James Downey is a 31-year-old grower from Downey & Co Trust in Wallace, Victoria. We profiled him in the June/July 2019 edition of Potatoes Australia magazine.

Fast facts

Name: James Downey
Location: Wallace, Victoria
Works: Downey & Co Trust
Grows: Innovator, Snowden, Bliss and FL (fifth generation) potatoes; oats and barley

How did you first become involved in the potato industry?

I was born into the potato industry with both my parents running and working the family farm. When I was 19, my father passed away; my mother Elisabeth continued to run the farm and I would help her out. I am a boilermaker by trade and when I finished my apprenticeship at 21, I became more involved with the running of the farm. The past six years, I have taken on more responsibility and running of the farm with help from Mum.

What does your role in the business involve, and what are your responsibilities?

I am responsible for the day-to-day operations of the farm in partnership with my mother. My responsibilities include feeding the livestock, and depending on the time of the year, organising planting/ harvesting/grading potatoes, including any contractors that would be needed to complete these. I put in solid set sprinkler systems to water the potato crops and use irrigators.

What do you enjoy most about working in the potato industry, and how do you maintain your enthusiasm?

I enjoy the end of the potato season, as you see where all your hard work has gone to with the finished product.

What are the biggest challenges you face working in the industry, and how do you overcome them?

Diseases such as potato virus Y (PVY) are a challenge. We do our best to try and buy clean seed to avoid PVY. Other challenges are: common scab, powdery scab and, at times, grub. We keep our rotations of paddocks as long as possible to stop these occurring. The market is very much a supply and demand market, which can be tough at times.

The weather itself is a challenge but we do our best with extra watering/labour during drier periods and ensuring harvesting potatoes out of lower areas of paddocks before any water damage from rain can be done.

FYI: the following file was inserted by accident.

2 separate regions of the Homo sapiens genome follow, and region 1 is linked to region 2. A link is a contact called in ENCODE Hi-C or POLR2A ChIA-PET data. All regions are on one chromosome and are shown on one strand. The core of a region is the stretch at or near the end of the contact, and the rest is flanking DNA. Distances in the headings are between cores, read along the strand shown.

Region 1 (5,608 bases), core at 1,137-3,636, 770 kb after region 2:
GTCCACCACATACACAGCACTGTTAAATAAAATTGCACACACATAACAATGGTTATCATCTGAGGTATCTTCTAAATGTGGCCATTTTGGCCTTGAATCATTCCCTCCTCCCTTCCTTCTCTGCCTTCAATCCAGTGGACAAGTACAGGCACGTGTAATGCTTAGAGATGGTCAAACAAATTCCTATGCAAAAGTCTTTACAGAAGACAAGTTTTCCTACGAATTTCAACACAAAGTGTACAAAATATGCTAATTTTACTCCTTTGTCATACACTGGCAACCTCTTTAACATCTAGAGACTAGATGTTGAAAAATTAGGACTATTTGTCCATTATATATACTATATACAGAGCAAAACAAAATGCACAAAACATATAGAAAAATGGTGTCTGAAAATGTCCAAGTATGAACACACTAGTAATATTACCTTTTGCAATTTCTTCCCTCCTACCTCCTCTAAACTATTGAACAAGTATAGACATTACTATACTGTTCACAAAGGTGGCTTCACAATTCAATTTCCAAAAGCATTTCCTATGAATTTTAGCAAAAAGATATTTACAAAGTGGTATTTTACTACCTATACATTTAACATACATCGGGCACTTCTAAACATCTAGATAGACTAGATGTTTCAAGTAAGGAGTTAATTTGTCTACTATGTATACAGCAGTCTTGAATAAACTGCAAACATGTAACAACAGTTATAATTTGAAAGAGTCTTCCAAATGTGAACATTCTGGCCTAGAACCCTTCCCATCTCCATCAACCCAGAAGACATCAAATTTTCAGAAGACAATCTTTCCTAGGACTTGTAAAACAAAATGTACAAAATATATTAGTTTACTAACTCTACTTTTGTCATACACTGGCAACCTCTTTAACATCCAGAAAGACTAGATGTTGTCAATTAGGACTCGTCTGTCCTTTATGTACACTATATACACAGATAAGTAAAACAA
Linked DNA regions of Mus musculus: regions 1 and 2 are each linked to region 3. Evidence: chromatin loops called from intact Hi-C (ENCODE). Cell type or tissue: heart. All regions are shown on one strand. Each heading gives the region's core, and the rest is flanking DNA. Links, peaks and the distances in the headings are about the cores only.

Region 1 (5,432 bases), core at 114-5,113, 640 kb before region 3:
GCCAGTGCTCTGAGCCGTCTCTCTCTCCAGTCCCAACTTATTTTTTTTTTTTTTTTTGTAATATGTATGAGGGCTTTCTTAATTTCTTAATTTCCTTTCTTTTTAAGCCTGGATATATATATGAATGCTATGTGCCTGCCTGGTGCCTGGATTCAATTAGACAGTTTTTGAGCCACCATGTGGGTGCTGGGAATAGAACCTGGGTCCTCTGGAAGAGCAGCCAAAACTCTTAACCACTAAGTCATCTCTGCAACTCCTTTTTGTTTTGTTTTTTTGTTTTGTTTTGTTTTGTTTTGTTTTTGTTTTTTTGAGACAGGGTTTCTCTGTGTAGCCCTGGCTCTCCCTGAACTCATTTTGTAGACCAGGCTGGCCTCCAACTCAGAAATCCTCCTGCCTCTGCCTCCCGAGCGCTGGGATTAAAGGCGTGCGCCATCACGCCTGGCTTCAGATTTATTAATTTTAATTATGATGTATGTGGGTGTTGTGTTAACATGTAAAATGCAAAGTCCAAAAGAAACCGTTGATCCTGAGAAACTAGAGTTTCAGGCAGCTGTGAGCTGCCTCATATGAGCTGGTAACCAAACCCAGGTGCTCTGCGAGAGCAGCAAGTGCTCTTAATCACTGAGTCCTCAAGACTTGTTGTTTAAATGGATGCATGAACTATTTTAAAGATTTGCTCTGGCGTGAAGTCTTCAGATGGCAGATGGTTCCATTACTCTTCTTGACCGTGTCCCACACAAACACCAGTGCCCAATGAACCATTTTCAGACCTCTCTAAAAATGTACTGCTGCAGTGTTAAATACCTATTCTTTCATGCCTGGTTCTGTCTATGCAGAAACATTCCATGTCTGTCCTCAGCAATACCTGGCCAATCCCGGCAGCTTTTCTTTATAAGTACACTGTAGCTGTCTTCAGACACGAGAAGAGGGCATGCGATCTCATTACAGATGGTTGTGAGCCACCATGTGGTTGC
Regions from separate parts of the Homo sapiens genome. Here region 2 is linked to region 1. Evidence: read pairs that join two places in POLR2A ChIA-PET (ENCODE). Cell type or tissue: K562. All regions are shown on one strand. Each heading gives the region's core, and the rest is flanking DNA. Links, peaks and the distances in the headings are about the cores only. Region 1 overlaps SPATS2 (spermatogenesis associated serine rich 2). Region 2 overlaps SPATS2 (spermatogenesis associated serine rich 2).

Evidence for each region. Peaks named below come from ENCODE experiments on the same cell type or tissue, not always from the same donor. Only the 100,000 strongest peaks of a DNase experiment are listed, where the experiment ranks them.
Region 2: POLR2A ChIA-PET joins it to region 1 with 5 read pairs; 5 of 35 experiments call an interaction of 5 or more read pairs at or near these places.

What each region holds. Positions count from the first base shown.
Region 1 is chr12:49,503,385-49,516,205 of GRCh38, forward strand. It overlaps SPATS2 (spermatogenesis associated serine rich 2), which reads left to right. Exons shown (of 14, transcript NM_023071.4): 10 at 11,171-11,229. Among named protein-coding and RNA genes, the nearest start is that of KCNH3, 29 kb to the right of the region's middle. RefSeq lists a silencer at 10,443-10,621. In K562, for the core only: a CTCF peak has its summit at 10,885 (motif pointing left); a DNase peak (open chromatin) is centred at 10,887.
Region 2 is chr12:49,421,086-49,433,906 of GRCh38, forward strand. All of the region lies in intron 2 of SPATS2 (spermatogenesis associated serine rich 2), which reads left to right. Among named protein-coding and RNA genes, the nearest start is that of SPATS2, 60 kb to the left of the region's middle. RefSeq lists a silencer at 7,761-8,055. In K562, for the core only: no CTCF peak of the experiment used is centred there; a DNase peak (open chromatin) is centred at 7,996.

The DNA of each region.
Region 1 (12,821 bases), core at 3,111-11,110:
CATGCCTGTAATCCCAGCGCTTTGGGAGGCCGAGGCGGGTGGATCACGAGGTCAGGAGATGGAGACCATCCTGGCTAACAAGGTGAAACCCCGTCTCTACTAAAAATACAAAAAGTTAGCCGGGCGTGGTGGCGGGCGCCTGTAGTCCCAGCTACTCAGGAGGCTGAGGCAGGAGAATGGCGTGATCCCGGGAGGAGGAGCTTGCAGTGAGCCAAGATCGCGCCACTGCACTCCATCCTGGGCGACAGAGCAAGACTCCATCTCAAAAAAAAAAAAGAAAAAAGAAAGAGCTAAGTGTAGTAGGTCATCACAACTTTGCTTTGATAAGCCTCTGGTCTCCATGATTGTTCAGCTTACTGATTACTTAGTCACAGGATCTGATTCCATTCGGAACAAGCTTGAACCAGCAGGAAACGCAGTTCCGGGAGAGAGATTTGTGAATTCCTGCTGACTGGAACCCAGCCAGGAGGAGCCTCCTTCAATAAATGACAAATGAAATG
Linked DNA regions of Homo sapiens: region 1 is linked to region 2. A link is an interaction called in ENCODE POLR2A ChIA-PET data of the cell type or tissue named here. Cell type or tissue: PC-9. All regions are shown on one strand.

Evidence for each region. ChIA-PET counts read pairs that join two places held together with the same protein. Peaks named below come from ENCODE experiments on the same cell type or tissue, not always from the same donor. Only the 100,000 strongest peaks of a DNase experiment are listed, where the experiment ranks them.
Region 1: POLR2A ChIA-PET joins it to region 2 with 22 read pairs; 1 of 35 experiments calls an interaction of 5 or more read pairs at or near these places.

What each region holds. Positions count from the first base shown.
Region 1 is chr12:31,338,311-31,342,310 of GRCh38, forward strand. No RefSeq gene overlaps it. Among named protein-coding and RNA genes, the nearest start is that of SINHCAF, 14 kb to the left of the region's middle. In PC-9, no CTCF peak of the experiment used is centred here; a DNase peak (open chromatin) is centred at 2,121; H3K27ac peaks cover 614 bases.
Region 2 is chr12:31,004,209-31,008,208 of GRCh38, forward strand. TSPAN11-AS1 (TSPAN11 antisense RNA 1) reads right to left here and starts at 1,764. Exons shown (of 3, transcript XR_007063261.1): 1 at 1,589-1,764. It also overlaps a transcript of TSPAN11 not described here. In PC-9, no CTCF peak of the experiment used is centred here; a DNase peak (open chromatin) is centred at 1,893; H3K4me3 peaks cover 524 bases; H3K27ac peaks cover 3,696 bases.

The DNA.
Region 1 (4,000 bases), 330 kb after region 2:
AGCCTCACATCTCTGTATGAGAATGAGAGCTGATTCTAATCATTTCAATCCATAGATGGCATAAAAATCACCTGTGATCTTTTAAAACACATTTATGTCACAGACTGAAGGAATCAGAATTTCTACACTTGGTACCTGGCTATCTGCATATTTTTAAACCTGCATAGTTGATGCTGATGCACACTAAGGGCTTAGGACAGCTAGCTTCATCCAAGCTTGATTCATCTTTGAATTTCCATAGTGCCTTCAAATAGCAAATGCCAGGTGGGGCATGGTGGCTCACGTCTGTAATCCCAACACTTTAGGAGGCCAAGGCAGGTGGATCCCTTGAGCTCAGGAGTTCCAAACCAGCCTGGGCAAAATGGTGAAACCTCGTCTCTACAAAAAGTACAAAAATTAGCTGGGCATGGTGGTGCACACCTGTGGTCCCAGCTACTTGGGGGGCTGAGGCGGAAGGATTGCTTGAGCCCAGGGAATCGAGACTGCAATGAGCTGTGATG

"The population is growing, and farmland is becoming scarce, so we need to find ways to improve the efficiency of our land AND the quality of our produce."

Where do you receive your practice advice and information from?

I get a lot of advice from other growers. I attend the local seed grower meetings where current disease threats and how to overcome them are often topics of discussion. I recently went on a study tour to New Zealand where we visited working farms. We discussed the methods, equipment, practices etc. that were used at each farm.

What new innovations, research and/or practices has your business implemented recently? What are you doing different to other growing operations?

We have updated our grader which has made our grading process easier with the ability of split loads. While we are still using sprinkler systems to water crops, we are aiming to move to using either a centre pivot or laterals in the next three years.

What areas of research are important to the potato industry and seed certification?

Prevention and treatment of diseases and threats to the crops.

In your opinion, what is the importance of seed certification in the potato industry?

The importance of seed certification in the potato industry is to set standards within the seed scheme which help to produce good quality potatoes.

Where do you see opportunities for growth in the Australian potato industry?

There seems to be more demand for potatoes now than when my father was running the farm. The demand for seed seems to be gradually increasing each season.

Where do you see yourself in five years?

Over the next few years, I plan to increase the amount of seed potato that we grow – and in five years’ time I hope that we are at double of what we currently grow. I am hoping to upgrade our watering system to centre pivot/lateral to reduce the manual workload when it comes to watering.

This grower profile first appeared in the leading magazine for the Australian vegetable industry, Potatoes Australia. If you’d like to subscribe to receive a new edition of Potatoes Australia in your mailbox every two months, use our online subscription form!

Photography credit: LJM Photography